The Senate blocked a measure that would give illegal immigrant students a shot at citizenship after Democrats were unable to gather the necessary 60 votes to pass the bill.
With a final vote of 55-41 in favor of the bill decided on Dec. 18, the bill now stands little chance of resurrection as the House, who passed the measure on Dec. 8, shifts to a Republican majority in the upcoming year.
Despite garnering bipartisan support during its introduction, the bill ultimately appeared too much to swallow for most Republicans. Only three Republican senators voted for the bill; five Democratic senators voted against it. Both Colorado Sens., Democrats Michael Bennet and Mark Udall, voted in favor of the measure. Those opposed to the bill denounced it as an backdoor amnesty towards illegal immigrants.
The bill, known as the Dream Act, would have allowed students who entered the Unites States before age 16 to build a path towards citizenship with enrollment in a college or service in the armed forces.
During the weeks leading up to a vote in Congress supporters nationwide participated in hunger strikes, assembled in front of government offices and held vigils in support of the bill.
Democratic Colorado congressman and advocate for the bill Jared Polis said the decision was terribly disappointing. “I want to reassure young Americans that it’s just a matter of time,” he said. “I know how difficult patience is. We have to assure that the senators who opposed the Dream Act pay a political price and lose their seats.”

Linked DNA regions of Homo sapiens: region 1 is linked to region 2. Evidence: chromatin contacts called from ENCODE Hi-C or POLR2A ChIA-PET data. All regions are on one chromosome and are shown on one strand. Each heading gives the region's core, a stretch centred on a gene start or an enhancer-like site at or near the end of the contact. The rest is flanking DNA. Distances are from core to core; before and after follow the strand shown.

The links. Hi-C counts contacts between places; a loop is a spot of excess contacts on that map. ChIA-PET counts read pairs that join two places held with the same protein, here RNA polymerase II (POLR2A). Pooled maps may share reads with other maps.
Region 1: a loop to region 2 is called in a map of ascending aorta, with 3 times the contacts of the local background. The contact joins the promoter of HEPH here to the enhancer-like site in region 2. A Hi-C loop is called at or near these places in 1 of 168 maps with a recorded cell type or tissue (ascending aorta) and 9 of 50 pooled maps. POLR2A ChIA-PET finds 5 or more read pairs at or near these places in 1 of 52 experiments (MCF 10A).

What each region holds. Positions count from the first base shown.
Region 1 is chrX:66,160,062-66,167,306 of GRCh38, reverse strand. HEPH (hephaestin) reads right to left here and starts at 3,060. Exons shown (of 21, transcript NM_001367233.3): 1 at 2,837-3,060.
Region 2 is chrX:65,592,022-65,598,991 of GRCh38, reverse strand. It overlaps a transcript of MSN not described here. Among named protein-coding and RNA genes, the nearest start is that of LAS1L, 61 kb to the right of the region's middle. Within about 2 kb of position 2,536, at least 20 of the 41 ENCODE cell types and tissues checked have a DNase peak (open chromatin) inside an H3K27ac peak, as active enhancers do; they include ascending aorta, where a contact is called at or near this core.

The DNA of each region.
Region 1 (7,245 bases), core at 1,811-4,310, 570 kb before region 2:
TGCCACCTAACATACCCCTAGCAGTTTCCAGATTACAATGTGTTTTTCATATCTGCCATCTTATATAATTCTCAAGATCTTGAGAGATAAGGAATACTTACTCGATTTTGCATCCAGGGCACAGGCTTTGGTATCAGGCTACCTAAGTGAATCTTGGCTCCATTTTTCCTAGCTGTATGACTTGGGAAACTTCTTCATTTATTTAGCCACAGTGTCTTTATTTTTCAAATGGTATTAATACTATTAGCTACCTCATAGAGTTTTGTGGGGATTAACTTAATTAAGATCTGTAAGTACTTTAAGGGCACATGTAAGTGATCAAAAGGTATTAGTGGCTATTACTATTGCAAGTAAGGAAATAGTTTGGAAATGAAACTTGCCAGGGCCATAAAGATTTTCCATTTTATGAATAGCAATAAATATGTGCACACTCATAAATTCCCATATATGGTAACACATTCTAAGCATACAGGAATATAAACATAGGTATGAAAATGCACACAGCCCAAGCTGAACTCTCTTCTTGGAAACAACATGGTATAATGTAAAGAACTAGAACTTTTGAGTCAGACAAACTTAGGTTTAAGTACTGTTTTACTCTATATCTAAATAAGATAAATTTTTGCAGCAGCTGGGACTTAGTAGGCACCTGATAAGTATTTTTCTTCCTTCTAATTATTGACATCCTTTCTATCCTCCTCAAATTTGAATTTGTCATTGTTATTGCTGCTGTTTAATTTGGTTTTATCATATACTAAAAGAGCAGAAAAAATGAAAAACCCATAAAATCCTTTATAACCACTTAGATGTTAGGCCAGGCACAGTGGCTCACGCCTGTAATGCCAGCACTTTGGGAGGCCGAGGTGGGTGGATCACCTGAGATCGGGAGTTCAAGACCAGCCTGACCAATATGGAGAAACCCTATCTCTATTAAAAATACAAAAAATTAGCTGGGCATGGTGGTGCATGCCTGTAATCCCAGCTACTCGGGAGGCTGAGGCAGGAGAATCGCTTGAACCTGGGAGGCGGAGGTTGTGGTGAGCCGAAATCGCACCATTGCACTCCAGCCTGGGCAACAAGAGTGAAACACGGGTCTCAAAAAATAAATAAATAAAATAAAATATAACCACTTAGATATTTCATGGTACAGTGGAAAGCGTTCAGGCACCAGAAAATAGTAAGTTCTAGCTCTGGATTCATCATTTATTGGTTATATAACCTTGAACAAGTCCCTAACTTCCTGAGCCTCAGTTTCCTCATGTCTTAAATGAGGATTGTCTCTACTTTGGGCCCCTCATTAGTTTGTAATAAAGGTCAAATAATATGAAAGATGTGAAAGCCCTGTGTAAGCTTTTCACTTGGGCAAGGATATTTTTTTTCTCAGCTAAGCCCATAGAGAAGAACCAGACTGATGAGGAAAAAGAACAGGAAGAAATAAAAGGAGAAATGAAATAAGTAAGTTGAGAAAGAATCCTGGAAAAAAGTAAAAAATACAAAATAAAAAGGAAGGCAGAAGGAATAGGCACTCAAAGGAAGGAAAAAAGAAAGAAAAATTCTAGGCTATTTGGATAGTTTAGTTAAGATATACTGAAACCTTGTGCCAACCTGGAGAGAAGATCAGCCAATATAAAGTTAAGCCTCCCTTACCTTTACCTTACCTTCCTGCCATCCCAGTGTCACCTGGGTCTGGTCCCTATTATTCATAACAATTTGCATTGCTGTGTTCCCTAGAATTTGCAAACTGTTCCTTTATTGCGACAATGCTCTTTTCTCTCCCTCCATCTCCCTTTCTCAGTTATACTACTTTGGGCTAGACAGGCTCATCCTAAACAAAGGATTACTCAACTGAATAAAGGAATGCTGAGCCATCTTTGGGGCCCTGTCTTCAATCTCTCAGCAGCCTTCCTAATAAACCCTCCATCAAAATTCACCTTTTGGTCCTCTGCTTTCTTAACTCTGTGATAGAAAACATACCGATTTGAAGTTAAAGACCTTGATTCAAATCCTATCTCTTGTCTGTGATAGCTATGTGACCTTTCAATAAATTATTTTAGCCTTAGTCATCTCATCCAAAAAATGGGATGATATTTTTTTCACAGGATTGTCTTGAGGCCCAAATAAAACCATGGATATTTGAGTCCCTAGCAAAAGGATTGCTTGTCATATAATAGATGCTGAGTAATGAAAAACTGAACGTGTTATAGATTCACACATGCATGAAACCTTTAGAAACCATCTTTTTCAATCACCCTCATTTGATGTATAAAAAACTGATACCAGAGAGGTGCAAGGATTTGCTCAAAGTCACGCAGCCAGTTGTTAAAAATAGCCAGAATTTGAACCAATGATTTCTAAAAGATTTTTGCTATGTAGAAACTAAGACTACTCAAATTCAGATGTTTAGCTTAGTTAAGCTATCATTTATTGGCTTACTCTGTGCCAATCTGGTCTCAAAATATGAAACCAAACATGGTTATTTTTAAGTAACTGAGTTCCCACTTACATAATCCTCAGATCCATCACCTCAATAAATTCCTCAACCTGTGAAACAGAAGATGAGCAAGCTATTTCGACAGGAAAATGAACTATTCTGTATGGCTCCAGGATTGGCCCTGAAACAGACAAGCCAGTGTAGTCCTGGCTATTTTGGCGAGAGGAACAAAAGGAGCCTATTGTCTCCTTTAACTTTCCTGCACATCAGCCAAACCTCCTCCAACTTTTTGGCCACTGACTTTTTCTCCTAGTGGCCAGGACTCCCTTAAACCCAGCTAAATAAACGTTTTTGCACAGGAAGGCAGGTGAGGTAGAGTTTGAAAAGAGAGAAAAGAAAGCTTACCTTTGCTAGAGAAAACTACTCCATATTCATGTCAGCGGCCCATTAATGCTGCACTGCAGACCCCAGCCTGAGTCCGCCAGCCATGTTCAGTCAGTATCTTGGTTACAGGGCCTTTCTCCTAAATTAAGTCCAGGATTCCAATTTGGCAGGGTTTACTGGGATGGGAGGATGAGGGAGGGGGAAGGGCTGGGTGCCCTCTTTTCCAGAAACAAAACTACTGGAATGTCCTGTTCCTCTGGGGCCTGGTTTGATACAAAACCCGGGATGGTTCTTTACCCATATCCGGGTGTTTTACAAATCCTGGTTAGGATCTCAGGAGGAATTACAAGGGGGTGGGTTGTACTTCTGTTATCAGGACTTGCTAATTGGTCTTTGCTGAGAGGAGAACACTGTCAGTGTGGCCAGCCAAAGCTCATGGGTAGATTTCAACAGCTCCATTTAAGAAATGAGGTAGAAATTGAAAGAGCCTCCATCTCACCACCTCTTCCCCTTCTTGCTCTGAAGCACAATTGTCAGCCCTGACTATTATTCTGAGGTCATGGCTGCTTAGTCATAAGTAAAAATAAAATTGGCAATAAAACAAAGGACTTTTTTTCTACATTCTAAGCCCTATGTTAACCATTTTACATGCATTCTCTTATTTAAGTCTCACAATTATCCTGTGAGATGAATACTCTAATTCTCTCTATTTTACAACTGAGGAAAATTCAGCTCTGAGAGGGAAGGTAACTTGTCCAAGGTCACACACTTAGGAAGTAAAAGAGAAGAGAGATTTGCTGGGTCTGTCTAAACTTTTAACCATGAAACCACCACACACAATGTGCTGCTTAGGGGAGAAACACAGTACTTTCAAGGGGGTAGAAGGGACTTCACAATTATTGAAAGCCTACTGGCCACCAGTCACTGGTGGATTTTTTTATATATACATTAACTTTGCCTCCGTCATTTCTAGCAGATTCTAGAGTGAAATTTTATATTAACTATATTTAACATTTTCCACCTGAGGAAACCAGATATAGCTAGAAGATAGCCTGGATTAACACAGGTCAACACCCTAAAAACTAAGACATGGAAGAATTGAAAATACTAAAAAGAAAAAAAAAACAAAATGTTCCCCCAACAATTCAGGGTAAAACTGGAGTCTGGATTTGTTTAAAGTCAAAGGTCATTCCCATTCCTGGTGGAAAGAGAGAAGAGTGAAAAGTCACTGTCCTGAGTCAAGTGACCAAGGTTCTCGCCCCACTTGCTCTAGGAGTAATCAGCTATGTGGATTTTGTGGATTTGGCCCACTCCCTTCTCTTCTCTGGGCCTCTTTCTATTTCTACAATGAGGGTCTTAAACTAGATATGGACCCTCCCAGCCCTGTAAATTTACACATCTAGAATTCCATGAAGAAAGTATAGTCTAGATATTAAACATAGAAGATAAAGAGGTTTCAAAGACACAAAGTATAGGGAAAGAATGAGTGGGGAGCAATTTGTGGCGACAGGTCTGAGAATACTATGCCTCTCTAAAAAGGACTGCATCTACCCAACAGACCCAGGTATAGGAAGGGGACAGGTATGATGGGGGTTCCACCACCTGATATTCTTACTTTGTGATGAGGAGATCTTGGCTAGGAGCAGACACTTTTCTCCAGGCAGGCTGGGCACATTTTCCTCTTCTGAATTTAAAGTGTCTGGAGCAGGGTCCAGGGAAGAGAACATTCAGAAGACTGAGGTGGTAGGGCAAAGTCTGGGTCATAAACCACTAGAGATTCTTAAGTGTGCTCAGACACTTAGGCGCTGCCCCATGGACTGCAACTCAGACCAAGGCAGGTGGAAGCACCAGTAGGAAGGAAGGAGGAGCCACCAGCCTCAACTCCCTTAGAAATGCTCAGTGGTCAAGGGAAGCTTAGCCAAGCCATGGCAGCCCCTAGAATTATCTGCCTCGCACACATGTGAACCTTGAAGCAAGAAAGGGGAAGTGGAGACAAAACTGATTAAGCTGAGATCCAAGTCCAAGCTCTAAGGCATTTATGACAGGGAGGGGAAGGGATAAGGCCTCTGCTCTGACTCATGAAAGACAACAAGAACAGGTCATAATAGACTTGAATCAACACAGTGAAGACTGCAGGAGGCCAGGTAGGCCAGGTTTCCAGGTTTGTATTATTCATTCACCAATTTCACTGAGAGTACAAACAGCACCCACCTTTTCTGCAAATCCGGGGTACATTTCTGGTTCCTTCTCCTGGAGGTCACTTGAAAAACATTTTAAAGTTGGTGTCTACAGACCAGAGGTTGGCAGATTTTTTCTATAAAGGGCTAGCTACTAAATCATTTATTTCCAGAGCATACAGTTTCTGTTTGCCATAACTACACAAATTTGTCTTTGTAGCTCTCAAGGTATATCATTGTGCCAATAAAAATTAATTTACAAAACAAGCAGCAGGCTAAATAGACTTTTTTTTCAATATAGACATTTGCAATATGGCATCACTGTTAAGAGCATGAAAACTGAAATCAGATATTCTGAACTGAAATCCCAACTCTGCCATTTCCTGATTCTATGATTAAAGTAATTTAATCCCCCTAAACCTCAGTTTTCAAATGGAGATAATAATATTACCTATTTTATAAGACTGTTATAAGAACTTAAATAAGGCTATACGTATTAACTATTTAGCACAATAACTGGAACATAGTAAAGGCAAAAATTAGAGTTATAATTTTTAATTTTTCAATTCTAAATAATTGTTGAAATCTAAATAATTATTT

The night before the Senate decided on the fate of the Dream Act, 19-year-old Yamili stayed at a church alongside six other “Dreamers,” who passed the entire night, from 9 p.m. to 7 a.m., singing songs, reciting prayers and holding discussions. She is attending college despite being an illegal immigrant and was counting on the bill to help her earn scholarships. She asked to have her last name omitted. “More than anything, I feel a bit anguished,” she said. “But I know that justice comes at the right time. “No longer able to fund her college expense, Yamili is one semester shy of earning her associate’s degree. “A social security number does not define who we are,” she said. “More than anything, I feel like the country has failed us. Our representatives have failed us.”